A Venetian by birth, Jacopo Tintoretto lived and worked in his city for his entire life, and many of his works are still visible in the churches and museums of Venice.
To celebrate the 5th centenary of his birth (sometime between late 1518 and early 1519), special exhibitions and events are taking place between 2018 and 2019 at the National Gallery of Art in Washington and, in Venice, at the Doge’s Palace and the Accademia Galleries. Besides the masterpieces in these two museums, other famous works by Tintoretto can be seen in the Scuola Grande di San Rocco and in the Church of the Madonna dell’Orto, near the artist’s house.
There is, of course, more to discover in some lesser-known spots around town.
We’ve done a selection of our favorite Tintoretto works, going beyond the obvious sites.
“The Birth of John the Baptist”
in the Church of San Zaccaria, 1560
(photo by Didier Descouens via Wikimedia Commons)
The world staged on this canvas, now located in the side chapel of Sant’Atanasio, is a world of busy women. While the mother is still in bed, the newborn Saint John lies in the arms of Mary herself, who is encouraging him to turn towards the wet nurse at her side. Other women are bringing towels, sweeping the floor, or carrying away the screen that had protected the mother during childbirth.
This domestic interior is in strong contrast with the flash of light, angels, and the dove of the Holy Ghost descending from the ceiling. Nobody seems to notice this but the old Zechariah, who had never believed he would have a child: his face on the right edge of the canvas is looking in astonishment at the miracle.
The link between these two realms, human and divine, lies on the table in the background, where a loaf of bread reminds us of the sacrifice of Jesus.
“The Wedding Feast at Cana”
in the Church of Santa Maria della Salute, 1561
Although the master of festivities in 16th century Venetian painting was definitely Paolo Veronese, here’s a rare example of a party thrown by Tintoretto.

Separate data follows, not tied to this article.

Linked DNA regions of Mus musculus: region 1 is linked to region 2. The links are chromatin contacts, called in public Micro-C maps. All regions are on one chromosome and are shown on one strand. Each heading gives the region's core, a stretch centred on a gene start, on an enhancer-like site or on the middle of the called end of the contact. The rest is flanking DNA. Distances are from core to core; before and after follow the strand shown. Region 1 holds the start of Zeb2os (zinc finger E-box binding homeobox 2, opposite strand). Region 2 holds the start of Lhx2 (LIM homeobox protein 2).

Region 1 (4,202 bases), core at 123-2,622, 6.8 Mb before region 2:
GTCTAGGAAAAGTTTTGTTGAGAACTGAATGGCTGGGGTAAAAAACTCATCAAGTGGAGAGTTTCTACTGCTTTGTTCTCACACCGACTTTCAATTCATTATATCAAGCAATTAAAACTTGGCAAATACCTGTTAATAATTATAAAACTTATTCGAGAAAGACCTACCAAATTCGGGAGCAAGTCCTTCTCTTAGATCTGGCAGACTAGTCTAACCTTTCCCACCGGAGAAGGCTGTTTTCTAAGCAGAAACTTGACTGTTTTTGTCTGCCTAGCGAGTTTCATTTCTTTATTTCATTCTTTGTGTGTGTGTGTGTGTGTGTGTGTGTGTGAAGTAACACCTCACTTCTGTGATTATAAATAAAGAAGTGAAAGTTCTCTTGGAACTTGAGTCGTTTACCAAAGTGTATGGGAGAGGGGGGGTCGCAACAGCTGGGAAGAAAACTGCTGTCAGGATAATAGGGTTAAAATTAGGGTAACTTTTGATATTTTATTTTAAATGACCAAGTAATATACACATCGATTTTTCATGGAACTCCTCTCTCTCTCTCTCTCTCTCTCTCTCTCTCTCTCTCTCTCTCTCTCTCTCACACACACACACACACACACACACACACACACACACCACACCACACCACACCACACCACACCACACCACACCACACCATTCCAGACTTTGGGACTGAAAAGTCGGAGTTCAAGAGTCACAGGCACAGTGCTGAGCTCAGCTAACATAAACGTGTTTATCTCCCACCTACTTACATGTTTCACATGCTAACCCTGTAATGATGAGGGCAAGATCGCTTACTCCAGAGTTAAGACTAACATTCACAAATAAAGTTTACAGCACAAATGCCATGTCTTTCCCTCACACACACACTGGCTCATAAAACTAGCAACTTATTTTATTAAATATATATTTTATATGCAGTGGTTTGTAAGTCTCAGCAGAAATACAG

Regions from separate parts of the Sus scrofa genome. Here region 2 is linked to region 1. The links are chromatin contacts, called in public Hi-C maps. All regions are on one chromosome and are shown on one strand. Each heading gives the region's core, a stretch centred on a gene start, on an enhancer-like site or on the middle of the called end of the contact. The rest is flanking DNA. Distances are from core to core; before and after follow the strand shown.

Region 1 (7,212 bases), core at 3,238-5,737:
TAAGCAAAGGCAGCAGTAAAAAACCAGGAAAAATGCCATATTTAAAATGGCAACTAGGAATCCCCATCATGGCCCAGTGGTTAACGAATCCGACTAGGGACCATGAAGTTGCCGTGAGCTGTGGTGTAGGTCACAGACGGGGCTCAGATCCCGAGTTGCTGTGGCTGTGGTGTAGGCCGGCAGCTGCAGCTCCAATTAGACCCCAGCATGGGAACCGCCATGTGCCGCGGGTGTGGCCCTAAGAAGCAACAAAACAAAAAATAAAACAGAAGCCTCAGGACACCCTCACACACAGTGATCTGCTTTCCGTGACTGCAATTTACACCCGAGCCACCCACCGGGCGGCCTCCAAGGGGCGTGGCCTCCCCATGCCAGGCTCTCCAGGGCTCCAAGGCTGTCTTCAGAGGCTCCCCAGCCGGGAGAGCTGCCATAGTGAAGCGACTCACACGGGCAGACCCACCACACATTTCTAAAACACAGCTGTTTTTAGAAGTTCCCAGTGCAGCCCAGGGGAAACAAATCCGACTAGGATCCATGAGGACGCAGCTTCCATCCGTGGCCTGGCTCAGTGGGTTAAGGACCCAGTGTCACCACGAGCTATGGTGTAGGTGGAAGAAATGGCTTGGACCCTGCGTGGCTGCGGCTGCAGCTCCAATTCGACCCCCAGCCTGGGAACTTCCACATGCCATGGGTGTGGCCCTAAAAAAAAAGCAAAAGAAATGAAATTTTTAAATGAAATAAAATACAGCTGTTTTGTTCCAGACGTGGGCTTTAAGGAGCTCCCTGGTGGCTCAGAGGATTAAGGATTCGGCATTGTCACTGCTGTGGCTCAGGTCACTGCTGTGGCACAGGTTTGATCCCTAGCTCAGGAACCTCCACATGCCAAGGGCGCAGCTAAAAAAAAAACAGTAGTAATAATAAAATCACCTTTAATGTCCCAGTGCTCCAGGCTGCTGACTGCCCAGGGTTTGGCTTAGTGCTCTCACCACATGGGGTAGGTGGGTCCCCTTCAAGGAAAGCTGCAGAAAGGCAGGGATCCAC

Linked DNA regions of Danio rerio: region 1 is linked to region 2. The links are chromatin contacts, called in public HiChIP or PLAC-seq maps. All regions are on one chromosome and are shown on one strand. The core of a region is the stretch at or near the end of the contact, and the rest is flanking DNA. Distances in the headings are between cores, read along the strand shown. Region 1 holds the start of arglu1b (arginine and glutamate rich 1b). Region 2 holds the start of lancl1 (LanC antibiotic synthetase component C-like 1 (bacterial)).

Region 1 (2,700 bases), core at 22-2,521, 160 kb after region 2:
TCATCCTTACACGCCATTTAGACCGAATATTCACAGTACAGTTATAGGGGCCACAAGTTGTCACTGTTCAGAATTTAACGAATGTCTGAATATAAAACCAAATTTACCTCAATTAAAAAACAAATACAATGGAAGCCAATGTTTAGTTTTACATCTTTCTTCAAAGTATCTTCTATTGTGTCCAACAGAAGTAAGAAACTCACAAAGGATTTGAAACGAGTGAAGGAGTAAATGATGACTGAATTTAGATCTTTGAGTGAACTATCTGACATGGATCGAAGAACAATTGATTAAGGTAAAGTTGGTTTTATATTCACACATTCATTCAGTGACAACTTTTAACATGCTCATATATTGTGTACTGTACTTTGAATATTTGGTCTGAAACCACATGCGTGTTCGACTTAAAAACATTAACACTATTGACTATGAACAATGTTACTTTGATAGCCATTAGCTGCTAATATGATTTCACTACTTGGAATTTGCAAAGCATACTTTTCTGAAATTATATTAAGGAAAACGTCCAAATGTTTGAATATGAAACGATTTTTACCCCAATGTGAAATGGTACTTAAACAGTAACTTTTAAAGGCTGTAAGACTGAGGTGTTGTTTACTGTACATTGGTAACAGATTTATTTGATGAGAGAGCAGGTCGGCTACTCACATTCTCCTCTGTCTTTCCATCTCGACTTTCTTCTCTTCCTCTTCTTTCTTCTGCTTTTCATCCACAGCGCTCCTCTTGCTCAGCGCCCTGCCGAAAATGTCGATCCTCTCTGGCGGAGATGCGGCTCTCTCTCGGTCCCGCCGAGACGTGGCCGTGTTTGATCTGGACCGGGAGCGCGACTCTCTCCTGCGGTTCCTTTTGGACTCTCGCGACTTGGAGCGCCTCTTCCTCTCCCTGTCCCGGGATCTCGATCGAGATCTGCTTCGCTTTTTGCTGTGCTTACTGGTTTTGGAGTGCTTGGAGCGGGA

Originally placed in the refectory of the Crociferi Church, the scene would have integrated perfectly into the architecture of the room, creating the illusion of a much longer room thanks to the unusual layout of the painted space.
In fact, Jesus, Mary, and the newly married couple are relegated to the far end of the table in the painting’s background. Yet, in front of our eyes, the miracle is taking place in a scene so lively that we can almost hear the two men on the left talking and the woman in the center asking for wine: her hand, holding a fine transparent glass cup, is also pointing at Jesus, thus helping us not to forget the main character.
in the Church of San Cassiano, 1568
We should never forget the many practical problems that artists had to solve when creating their works. For example: how to paint a scene that would not be displayed in front of the viewers, but on their side?
Tintoretto always carefully considered the location of his works, and the Crucifixion in the church of San Cassiano shows this attention to setting perfectly. Sit on the front pew on the opposite side of the painting and you’ll get the same perspective as the crowd painted on the other side of the Cross.
Jesus is pushed to the side of the scene, so much so that one of his arms is even cut off of the canvas, but his figure is bright and imposing. In front of him, a clumsy soldier is climbing the ladder to place the inscription “King of the Jews” at the top of the Cross: this rather grotesque scene shows us the Crucifixion in all its solemnity and glory.
“The Last Supper”
in the Church of San Polo, 1568-69
Tintoretto became famous for his rather unusual depictions of the Last Supper in several Venetian churches. Far from relying on the traditional frontal view dominated by the figure of Jesus that Leonardo got us used to, Tintoretto liked to scramble things up and invite lots of people to dinner.
The Last Supper in San Polo shows a very busy Jesus, so busy that he’s feeding two of the apostles at the same time. And he’s not the only one eager to give out food: some of the other apostles are turning away from the table to hand out bread to beggars and children around them.
Once more, the Venetian artist is breaking the rules of the established iconography to convey a deeper message and reach a vast public: the power of his style makes him the most modern among his contemporary rivals.